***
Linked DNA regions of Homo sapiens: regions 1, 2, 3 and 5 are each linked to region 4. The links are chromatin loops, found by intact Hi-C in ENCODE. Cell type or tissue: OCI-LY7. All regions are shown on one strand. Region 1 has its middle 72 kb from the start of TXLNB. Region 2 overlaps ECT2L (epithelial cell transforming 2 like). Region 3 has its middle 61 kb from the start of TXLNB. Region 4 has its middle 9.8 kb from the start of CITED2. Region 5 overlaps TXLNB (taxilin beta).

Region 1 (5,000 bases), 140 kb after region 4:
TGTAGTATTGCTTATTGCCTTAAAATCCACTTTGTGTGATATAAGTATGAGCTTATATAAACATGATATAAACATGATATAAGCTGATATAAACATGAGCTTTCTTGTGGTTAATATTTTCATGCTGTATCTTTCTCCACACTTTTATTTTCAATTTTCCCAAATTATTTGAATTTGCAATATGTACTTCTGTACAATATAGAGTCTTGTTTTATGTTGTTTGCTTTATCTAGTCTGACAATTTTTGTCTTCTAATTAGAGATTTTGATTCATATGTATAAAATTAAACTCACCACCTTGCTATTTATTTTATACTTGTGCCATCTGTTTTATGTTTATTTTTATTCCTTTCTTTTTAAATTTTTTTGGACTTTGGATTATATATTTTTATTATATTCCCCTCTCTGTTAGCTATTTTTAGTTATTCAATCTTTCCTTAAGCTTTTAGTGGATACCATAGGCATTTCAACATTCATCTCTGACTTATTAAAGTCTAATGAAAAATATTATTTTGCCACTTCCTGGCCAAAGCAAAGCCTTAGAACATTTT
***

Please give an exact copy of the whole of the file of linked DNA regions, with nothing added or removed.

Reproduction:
Linked DNA regions of Homo sapiens: regions 1, 2, 3 and 5 are each linked to region 4. The links are chromatin loops, found by intact Hi-C in ENCODE. Cell type or tissue: OCI-LY7. All regions are shown on one strand. Region 1 has its middle 72 kb from the start of TXLNB. Region 2 overlaps ECT2L (epithelial cell transforming 2 like). Region 3 has its middle 61 kb from the start of TXLNB. Region 4 has its middle 9.8 kb from the start of CITED2. Region 5 overlaps TXLNB (taxilin beta).

Region 1 (5,000 bases), 140 kb after region 4:
TGTAGTATTGCTTATTGCCTTAAAATCCACTTTGTGTGATATAAGTATGAGCTTATATAAACATGATATAAACATGATATAAGCTGATATAAACATGAGCTTTCTTGTGGTTAATATTTTCATGCTGTATCTTTCTCCACACTTTTATTTTCAATTTTCCCAAATTATTTGAATTTGCAATATGTACTTCTGTACAATATAGAGTCTTGTTTTATGTTGTTTGCTTTATCTAGTCTGACAATTTTTGTCTTCTAATTAGAGATTTTGATTCATATGTATAAAATTAAACTCACCACCTTGCTATTTATTTTATACTTGTGCCATCTGTTTTATGTTTATTTTTATTCCTTTCTTTTTAAATTTTTTTGGACTTTGGATTATATATTTTTATTATATTCCCCTCTCTGTTAGCTATTTTTAGTTATTCAATCTTTCCTTAAGCTTTTAGTGGATACCATAGGCATTTCAACATTCATCTCTGACTTATTAAAGTCTAATGAAAAATATTATTTTGCCACTTCCTGGCCAAAGCAAAGCCTTAGAACATTTT